Just a few wayward sparks.
That’s all it takes for a fire to burn through an entire city, as it did in the Great Chicago Fire of 1871, one of the largest disasters in American history.
In popular accounts from the time, Catherine O’Leary’s cow kicked over a lantern in a humble barn on DeKoven Street. What started as a small fire quickly grew into an inferno that destroyed miles of homes and razed Chicago’s business district.
Although some consider the O’Leary cow story folklore, the Great Chicago Fire of 1871 is still a powerful illustration of the destructive nature of anger.
Anger starts small, but if we don’t handle our emotions properly, it can erupt into something much bigger and destroy our marriage or our relationships with our children.
One of the chief reasons so many of us don’t handle anger well is because we don’t understand it. Some confuse their feelings of anger toward someone as hatred, and some Christians believe feeling any degree of anger is a sin.
The fact is the Bible says we will all experience anger. Anger is rooted in the character of God. God is “love” and “holiness,” but the Bible says He is “angry with the wicked every day” (Psalm 7:11). When we violate His principles, we sin, and sin hurts us and everybody around us. God’s anger is always righteous and based in His love for us.
Since God feels anger, the emotion cannot itself be sinful. It’s how we handle our anger that determines whether it will be productive or quickly grow into an inferno that destroys everything in its path.
Like the Lord, we can feel righteous anger based on what’s right and just. When someone does something we know is wrong, whether it’s toward us or toward someone else, it’s appropriate to feel anger.
But we can also feel what Dr. Gary Chapman calls “distorted anger,” which means our anger is rooted more in our own selfish nature or a misunderstanding than in someone sinning against us.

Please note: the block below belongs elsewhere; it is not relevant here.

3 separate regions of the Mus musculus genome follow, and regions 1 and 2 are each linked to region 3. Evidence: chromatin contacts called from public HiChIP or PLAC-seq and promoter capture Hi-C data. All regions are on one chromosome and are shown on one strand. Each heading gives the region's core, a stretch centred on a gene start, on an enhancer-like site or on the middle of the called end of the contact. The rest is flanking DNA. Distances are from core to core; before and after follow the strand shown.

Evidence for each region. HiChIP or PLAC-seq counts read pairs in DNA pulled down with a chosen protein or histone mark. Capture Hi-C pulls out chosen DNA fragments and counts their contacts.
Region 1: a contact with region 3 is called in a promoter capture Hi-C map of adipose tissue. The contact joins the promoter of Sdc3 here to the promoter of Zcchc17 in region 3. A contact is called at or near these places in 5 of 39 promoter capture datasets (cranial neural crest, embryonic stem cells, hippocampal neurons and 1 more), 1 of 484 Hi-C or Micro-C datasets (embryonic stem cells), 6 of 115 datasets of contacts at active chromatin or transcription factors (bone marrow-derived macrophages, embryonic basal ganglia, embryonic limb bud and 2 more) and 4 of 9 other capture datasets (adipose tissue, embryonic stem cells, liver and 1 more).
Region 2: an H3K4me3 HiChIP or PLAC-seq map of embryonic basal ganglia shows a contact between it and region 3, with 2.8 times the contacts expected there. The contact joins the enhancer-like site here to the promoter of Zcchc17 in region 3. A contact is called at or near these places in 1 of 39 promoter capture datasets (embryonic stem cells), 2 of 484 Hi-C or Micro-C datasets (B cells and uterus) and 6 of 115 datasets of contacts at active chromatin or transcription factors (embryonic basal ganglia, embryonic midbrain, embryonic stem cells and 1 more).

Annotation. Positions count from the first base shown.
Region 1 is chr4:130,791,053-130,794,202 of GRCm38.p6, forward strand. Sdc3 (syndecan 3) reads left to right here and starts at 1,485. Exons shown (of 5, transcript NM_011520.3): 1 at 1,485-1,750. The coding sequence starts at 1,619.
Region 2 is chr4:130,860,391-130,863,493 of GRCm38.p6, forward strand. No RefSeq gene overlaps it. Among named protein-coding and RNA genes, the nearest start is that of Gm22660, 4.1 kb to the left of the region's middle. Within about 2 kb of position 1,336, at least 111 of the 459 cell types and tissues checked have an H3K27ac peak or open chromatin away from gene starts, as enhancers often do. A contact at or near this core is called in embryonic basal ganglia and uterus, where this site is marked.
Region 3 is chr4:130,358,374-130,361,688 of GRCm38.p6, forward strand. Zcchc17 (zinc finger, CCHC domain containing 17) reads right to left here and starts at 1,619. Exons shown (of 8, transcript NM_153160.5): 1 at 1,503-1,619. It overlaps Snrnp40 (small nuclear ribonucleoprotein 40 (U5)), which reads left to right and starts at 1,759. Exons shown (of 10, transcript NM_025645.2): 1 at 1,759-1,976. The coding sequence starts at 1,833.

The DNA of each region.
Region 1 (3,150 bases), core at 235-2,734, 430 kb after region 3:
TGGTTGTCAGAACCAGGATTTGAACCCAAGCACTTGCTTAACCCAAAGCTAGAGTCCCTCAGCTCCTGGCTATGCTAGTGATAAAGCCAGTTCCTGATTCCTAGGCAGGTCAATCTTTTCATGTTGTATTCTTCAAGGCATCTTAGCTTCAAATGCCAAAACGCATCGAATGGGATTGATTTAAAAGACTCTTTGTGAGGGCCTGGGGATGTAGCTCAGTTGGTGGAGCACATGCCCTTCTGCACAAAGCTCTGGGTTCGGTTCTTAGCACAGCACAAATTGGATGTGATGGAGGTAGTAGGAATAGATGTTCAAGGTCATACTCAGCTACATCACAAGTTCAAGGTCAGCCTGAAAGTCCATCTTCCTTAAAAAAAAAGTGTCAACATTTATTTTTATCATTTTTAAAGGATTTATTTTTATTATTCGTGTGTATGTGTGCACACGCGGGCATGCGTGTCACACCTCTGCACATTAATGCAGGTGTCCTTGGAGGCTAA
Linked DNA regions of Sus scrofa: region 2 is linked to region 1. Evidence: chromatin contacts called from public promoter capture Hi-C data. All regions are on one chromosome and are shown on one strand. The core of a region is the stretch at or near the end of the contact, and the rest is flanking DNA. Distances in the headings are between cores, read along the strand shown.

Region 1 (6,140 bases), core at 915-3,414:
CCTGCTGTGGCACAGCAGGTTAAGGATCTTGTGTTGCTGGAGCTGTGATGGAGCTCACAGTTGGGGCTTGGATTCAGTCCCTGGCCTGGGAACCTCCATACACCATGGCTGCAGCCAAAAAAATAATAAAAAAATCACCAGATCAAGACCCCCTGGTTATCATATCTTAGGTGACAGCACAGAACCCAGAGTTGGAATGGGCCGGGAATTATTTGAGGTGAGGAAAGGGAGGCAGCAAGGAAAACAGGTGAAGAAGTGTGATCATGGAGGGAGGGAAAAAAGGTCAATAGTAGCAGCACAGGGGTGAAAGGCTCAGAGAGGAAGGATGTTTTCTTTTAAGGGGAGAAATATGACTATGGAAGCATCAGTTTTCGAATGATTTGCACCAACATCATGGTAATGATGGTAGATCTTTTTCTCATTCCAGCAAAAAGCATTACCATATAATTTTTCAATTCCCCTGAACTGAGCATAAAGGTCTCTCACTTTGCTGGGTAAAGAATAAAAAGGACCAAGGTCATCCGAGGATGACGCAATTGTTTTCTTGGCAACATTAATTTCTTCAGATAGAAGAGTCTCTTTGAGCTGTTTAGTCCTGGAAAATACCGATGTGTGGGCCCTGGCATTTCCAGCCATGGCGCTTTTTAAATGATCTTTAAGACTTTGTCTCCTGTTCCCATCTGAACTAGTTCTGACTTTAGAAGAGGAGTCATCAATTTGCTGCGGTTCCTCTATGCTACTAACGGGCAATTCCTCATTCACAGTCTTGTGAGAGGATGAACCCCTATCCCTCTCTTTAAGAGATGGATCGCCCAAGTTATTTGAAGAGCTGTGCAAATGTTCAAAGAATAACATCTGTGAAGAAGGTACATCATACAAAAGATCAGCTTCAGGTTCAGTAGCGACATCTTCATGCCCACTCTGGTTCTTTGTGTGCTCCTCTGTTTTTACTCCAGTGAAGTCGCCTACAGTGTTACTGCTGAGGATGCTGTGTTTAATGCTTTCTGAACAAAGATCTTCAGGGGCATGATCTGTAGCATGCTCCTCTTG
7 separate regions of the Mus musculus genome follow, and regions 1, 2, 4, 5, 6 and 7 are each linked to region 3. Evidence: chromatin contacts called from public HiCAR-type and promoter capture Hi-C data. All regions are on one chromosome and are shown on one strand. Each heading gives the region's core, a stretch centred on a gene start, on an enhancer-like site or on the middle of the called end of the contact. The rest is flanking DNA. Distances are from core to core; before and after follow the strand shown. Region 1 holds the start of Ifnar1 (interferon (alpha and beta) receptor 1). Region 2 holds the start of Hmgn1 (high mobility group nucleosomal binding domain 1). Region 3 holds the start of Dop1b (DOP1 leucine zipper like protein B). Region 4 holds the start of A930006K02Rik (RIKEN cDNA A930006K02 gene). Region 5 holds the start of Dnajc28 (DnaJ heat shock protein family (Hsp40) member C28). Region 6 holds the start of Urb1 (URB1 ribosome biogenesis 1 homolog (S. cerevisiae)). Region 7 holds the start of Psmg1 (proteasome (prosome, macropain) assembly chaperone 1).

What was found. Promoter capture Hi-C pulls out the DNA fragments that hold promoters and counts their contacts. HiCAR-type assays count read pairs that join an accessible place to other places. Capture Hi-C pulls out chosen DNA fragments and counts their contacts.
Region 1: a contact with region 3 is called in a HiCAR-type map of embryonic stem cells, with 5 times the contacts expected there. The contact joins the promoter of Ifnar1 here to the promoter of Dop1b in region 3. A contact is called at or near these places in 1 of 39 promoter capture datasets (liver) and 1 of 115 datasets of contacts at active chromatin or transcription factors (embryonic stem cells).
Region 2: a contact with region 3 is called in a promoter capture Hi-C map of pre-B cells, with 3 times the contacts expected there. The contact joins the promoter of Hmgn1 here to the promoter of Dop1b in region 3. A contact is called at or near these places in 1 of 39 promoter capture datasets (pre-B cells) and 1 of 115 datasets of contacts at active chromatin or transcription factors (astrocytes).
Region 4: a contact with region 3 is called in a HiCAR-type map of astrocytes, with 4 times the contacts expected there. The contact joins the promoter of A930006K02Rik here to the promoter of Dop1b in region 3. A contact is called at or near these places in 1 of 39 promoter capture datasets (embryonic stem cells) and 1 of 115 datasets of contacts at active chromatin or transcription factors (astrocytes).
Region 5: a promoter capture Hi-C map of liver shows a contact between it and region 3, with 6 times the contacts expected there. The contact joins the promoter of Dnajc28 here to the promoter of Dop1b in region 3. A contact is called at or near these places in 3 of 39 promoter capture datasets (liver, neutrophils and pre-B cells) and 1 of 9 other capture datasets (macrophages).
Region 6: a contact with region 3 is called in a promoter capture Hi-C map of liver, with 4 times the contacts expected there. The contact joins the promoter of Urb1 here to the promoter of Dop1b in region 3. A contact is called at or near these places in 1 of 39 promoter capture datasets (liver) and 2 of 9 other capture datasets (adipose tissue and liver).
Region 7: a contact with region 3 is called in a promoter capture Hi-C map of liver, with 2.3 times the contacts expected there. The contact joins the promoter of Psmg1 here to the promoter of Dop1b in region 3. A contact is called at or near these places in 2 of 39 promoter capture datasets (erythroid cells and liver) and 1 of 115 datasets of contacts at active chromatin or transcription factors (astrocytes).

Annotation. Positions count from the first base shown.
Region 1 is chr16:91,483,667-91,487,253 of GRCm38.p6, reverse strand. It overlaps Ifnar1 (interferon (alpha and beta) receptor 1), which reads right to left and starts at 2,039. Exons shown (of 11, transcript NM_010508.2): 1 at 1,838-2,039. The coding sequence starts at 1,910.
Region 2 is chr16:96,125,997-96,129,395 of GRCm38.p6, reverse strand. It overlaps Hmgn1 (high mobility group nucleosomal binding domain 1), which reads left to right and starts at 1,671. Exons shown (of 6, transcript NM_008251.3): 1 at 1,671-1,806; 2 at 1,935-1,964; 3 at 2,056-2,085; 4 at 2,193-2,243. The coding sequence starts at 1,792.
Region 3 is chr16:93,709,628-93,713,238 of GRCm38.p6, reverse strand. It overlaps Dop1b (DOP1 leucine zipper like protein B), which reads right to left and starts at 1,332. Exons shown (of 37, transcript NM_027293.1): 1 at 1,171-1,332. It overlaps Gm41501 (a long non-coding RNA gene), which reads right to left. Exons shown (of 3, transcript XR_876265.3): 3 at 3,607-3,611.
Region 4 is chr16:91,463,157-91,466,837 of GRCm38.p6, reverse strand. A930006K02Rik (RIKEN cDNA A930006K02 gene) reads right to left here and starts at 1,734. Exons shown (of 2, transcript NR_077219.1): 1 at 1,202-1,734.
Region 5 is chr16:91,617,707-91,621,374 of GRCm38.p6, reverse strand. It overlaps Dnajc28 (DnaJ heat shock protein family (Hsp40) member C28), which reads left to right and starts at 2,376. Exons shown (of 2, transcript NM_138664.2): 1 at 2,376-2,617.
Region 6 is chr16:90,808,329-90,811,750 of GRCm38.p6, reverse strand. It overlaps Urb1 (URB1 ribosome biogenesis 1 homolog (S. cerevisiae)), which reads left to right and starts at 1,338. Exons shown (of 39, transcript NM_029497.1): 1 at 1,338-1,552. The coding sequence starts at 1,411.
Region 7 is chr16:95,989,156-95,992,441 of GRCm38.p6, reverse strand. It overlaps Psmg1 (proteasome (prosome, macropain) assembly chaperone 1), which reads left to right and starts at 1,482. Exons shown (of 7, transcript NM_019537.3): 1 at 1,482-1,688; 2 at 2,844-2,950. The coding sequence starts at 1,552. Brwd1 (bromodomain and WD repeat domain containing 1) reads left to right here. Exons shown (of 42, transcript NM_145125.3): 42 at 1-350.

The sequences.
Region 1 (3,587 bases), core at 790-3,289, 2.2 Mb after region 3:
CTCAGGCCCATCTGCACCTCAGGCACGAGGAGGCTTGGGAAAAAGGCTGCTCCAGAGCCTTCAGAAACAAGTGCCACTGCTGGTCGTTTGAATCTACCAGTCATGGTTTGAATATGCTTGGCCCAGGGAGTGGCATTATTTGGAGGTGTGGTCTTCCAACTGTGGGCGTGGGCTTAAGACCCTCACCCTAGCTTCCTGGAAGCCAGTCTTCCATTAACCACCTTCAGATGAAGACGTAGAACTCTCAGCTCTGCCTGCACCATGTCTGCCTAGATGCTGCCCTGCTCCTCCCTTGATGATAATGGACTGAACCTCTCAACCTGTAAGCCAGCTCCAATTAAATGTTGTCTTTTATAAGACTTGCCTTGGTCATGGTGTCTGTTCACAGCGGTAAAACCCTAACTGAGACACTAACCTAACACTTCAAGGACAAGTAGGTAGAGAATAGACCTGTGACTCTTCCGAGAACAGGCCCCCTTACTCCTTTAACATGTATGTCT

Ephesians 4:26 tells us to “be angry and do not sin.” In either case, whether our anger is righteous or distorted, we can still behave kindly toward others in the midst of our anger and bring about positive results.
That starts with learning how to process our anger in healthy ways. Dr. Chapman says, “Anger is meant to be a visitor, not a resident.” That means we can hold our anger inside temporarily while we manage a particular situation, but sooner rather than later we have to get our anger out. If we bury our anger it will turn into bitterness, resentment, or depression, or it may eventually burst out of us as rage.
So how do we process our anger in a healthy way? Well, that’s what we’ll talk about with Dr. Chapman, our guest for the next couple of programs. As an example, here are four practical steps for handling anger within marriage that came out of our conversation:
- Acknowledge that we are angry. That can be difficult if we feel it’s a sin to be angry or if we confuse anger with some other negative emotion like hatred. The ability to say, “I feel angry” is a must, and that admission can actually help to diffuse the intensity of the emotion.
- Be mindful of what you say to each other and the tone you use. Agree ahead of time before you’re angry and while you’re calm to talk through your emotions when they come up. “I’m feeling angry. Could we talk?” will work much more effectively than a spouse asking what’s wrong and the other answering with a sulking, “Nothing.” And if it’s not a good time to talk, set a time.
- Agree that yelling and screaming at each other is never appropriate. Maybe our parents did it. But as adults, we have to make a decision to turn the corner. And when someone does lash out, acknowledge it and apologize for it.
- Focus on listening. Put on elephant ears and say, “I’m listening. You have the floor,” then stay quiet and let them say what’s on their heart and mind. Only ask questions to clarify. If you do that and put yourself in their shoes and look at the world through their eyes and personality, you’ll probably see exactly where they’re coming from.
There’s much more to be said, and we’ll talk through it all with Dr. Chapman on our programs, “Controlling Anger So It Doesn’t Control You.” In addition to anger in marriage, we’ll talk about how it affects our parenting and our relationship with God. We’ll also get practical and offer helpful tips for handling anger in ways that protect your relationships instead of damaging them.
Dr. Gary Chapman is a speaker, counselor, and author, perhaps best-known for his book The Five Love Languages, which has sold over 10 million copies.